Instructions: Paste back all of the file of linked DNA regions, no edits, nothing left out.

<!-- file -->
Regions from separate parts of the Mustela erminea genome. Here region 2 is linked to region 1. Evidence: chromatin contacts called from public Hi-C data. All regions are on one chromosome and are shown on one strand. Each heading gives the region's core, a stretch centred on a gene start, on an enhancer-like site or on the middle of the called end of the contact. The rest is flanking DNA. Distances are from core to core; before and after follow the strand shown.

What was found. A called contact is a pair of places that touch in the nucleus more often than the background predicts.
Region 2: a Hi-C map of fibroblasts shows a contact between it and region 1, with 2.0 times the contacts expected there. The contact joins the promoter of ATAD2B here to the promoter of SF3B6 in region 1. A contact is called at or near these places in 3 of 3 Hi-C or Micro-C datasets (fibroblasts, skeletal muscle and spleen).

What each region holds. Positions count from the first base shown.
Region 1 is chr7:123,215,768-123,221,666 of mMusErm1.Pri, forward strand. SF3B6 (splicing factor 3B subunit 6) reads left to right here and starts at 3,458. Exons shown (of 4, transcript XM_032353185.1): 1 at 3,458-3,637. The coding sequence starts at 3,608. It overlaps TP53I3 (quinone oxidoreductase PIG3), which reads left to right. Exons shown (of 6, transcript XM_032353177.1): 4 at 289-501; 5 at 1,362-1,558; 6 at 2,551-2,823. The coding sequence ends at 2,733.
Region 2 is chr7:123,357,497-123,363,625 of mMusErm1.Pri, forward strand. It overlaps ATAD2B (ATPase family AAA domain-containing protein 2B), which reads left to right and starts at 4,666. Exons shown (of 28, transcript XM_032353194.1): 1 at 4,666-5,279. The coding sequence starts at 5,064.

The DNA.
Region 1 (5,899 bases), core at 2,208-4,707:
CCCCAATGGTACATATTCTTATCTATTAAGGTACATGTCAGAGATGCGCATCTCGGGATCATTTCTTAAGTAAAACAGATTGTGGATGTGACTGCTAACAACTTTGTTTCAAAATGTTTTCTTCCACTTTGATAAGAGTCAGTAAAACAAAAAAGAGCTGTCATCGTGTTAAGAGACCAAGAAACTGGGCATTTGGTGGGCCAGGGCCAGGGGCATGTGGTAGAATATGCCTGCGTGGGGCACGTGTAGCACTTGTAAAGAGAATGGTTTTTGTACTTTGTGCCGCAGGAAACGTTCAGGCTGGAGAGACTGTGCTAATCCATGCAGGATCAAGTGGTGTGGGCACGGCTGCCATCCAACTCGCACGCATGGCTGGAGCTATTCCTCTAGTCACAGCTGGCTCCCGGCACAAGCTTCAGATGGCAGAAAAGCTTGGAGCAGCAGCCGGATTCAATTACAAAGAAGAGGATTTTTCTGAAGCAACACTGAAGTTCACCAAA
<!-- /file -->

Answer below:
Regions from separate parts of the Mustela erminea genome. Here region 2 is linked to region 1. Evidence: chromatin contacts called from public Hi-C data. All regions are on one chromosome and are shown on one strand. Each heading gives the region's core, a stretch centred on a gene start, on an enhancer-like site or on the middle of the called end of the contact. The rest is flanking DNA. Distances are from core to core; before and after follow the strand shown.

What was found. A called contact is a pair of places that touch in the nucleus more often than the background predicts.
Region 2: a Hi-C map of fibroblasts shows a contact between it and region 1, with 2.0 times the contacts expected there. The contact joins the promoter of ATAD2B here to the promoter of SF3B6 in region 1. A contact is called at or near these places in 3 of 3 Hi-C or Micro-C datasets (fibroblasts, skeletal muscle and spleen).

What each region holds. Positions count from the first base shown.
Region 1 is chr7:123,215,768-123,221,666 of mMusErm1.Pri, forward strand. SF3B6 (splicing factor 3B subunit 6) reads left to right here and starts at 3,458. Exons shown (of 4, transcript XM_032353185.1): 1 at 3,458-3,637. The coding sequence starts at 3,608. It overlaps TP53I3 (quinone oxidoreductase PIG3), which reads left to right. Exons shown (of 6, transcript XM_032353177.1): 4 at 289-501; 5 at 1,362-1,558; 6 at 2,551-2,823. The coding sequence ends at 2,733.
Region 2 is chr7:123,357,497-123,363,625 of mMusErm1.Pri, forward strand. It overlaps ATAD2B (ATPase family AAA domain-containing protein 2B), which reads left to right and starts at 4,666. Exons shown (of 28, transcript XM_032353194.1): 1 at 4,666-5,279. The coding sequence starts at 5,064.

The DNA.
Region 1 (5,899 bases), core at 2,208-4,707:
CCCCAATGGTACATATTCTTATCTATTAAGGTACATGTCAGAGATGCGCATCTCGGGATCATTTCTTAAGTAAAACAGATTGTGGATGTGACTGCTAACAACTTTGTTTCAAAATGTTTTCTTCCACTTTGATAAGAGTCAGTAAAACAAAAAAGAGCTGTCATCGTGTTAAGAGACCAAGAAACTGGGCATTTGGTGGGCCAGGGCCAGGGGCATGTGGTAGAATATGCCTGCGTGGGGCACGTGTAGCACTTGTAAAGAGAATGGTTTTTGTACTTTGTGCCGCAGGAAACGTTCAGGCTGGAGAGACTGTGCTAATCCATGCAGGATCAAGTGGTGTGGGCACGGCTGCCATCCAACTCGCACGCATGGCTGGAGCTATTCCTCTAGTCACAGCTGGCTCCCGGCACAAGCTTCAGATGGCAGAAAAGCTTGGAGCAGCAGCCGGATTCAATTACAAAGAAGAGGATTTTTCTGAAGCAACACTGAAGTTCACCAAA